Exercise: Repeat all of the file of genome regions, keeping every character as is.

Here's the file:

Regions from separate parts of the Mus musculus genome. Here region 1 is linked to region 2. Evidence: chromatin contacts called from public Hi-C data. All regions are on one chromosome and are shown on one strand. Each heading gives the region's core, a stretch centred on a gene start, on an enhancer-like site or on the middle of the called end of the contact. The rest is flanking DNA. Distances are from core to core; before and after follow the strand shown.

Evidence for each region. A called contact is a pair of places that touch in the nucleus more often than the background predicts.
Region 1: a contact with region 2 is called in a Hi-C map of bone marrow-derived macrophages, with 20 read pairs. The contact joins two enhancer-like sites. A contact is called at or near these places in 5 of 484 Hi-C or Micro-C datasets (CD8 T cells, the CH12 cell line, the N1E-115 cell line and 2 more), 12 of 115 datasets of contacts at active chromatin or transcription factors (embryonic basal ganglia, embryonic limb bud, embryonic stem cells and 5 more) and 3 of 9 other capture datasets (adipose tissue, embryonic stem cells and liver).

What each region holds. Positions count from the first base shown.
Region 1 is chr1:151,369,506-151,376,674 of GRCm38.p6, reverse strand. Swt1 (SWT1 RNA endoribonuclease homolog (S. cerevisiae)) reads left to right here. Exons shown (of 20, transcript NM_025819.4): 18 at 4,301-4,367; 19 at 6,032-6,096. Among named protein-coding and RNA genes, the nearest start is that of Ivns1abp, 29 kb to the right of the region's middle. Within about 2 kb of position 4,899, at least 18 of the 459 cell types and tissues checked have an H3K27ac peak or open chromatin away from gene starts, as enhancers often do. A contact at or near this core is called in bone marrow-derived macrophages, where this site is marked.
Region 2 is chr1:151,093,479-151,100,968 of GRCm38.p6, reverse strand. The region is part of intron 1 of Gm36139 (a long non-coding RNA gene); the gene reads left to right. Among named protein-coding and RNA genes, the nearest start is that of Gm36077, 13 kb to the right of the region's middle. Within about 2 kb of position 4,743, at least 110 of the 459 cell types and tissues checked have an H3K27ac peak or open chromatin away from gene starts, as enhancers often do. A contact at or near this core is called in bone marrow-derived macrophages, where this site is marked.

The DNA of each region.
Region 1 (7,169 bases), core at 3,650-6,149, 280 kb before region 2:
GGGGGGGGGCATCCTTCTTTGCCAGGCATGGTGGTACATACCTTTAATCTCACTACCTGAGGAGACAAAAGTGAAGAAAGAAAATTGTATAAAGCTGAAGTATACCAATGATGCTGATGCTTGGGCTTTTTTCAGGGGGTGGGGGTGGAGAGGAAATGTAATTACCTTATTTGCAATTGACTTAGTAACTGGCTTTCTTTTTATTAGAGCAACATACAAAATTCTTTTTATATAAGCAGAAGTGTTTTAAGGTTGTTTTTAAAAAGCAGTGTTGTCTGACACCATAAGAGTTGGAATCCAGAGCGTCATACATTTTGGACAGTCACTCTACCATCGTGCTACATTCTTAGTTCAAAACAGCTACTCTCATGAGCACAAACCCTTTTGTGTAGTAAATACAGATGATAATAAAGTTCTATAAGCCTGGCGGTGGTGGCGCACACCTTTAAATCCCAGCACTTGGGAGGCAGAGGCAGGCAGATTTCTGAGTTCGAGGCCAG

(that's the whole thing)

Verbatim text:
Regions from separate parts of the Mus musculus genome. Here region 1 is linked to region 2. Evidence: chromatin contacts called from public Hi-C data. All regions are on one chromosome and are shown on one strand. Each heading gives the region's core, a stretch centred on a gene start, on an enhancer-like site or on the middle of the called end of the contact. The rest is flanking DNA. Distances are from core to core; before and after follow the strand shown.

Evidence for each region. A called contact is a pair of places that touch in the nucleus more often than the background predicts.
Region 1: a contact with region 2 is called in a Hi-C map of bone marrow-derived macrophages, with 20 read pairs. The contact joins two enhancer-like sites. A contact is called at or near these places in 5 of 484 Hi-C or Micro-C datasets (CD8 T cells, the CH12 cell line, the N1E-115 cell line and 2 more), 12 of 115 datasets of contacts at active chromatin or transcription factors (embryonic basal ganglia, embryonic limb bud, embryonic stem cells and 5 more) and 3 of 9 other capture datasets (adipose tissue, embryonic stem cells and liver).

What each region holds. Positions count from the first base shown.
Region 1 is chr1:151,369,506-151,376,674 of GRCm38.p6, reverse strand. Swt1 (SWT1 RNA endoribonuclease homolog (S. cerevisiae)) reads left to right here. Exons shown (of 20, transcript NM_025819.4): 18 at 4,301-4,367; 19 at 6,032-6,096. Among named protein-coding and RNA genes, the nearest start is that of Ivns1abp, 29 kb to the right of the region's middle. Within about 2 kb of position 4,899, at least 18 of the 459 cell types and tissues checked have an H3K27ac peak or open chromatin away from gene starts, as enhancers often do. A contact at or near this core is called in bone marrow-derived macrophages, where this site is marked.
Region 2 is chr1:151,093,479-151,100,968 of GRCm38.p6, reverse strand. The region is part of intron 1 of Gm36139 (a long non-coding RNA gene); the gene reads left to right. Among named protein-coding and RNA genes, the nearest start is that of Gm36077, 13 kb to the right of the region's middle. Within about 2 kb of position 4,743, at least 110 of the 459 cell types and tissues checked have an H3K27ac peak or open chromatin away from gene starts, as enhancers often do. A contact at or near this core is called in bone marrow-derived macrophages, where this site is marked.

The DNA of each region.
Region 1 (7,169 bases), core at 3,650-6,149, 280 kb before region 2:
GGGGGGGGGCATCCTTCTTTGCCAGGCATGGTGGTACATACCTTTAATCTCACTACCTGAGGAGACAAAAGTGAAGAAAGAAAATTGTATAAAGCTGAAGTATACCAATGATGCTGATGCTTGGGCTTTTTTCAGGGGGTGGGGGTGGAGAGGAAATGTAATTACCTTATTTGCAATTGACTTAGTAACTGGCTTTCTTTTTATTAGAGCAACATACAAAATTCTTTTTATATAAGCAGAAGTGTTTTAAGGTTGTTTTTAAAAAGCAGTGTTGTCTGACACCATAAGAGTTGGAATCCAGAGCGTCATACATTTTGGACAGTCACTCTACCATCGTGCTACATTCTTAGTTCAAAACAGCTACTCTCATGAGCACAAACCCTTTTGTGTAGTAAATACAGATGATAATAAAGTTCTATAAGCCTGGCGGTGGTGGCGCACACCTTTAAATCCCAGCACTTGGGAGGCAGAGGCAGGCAGATTTCTGAGTTCGAGGCCAG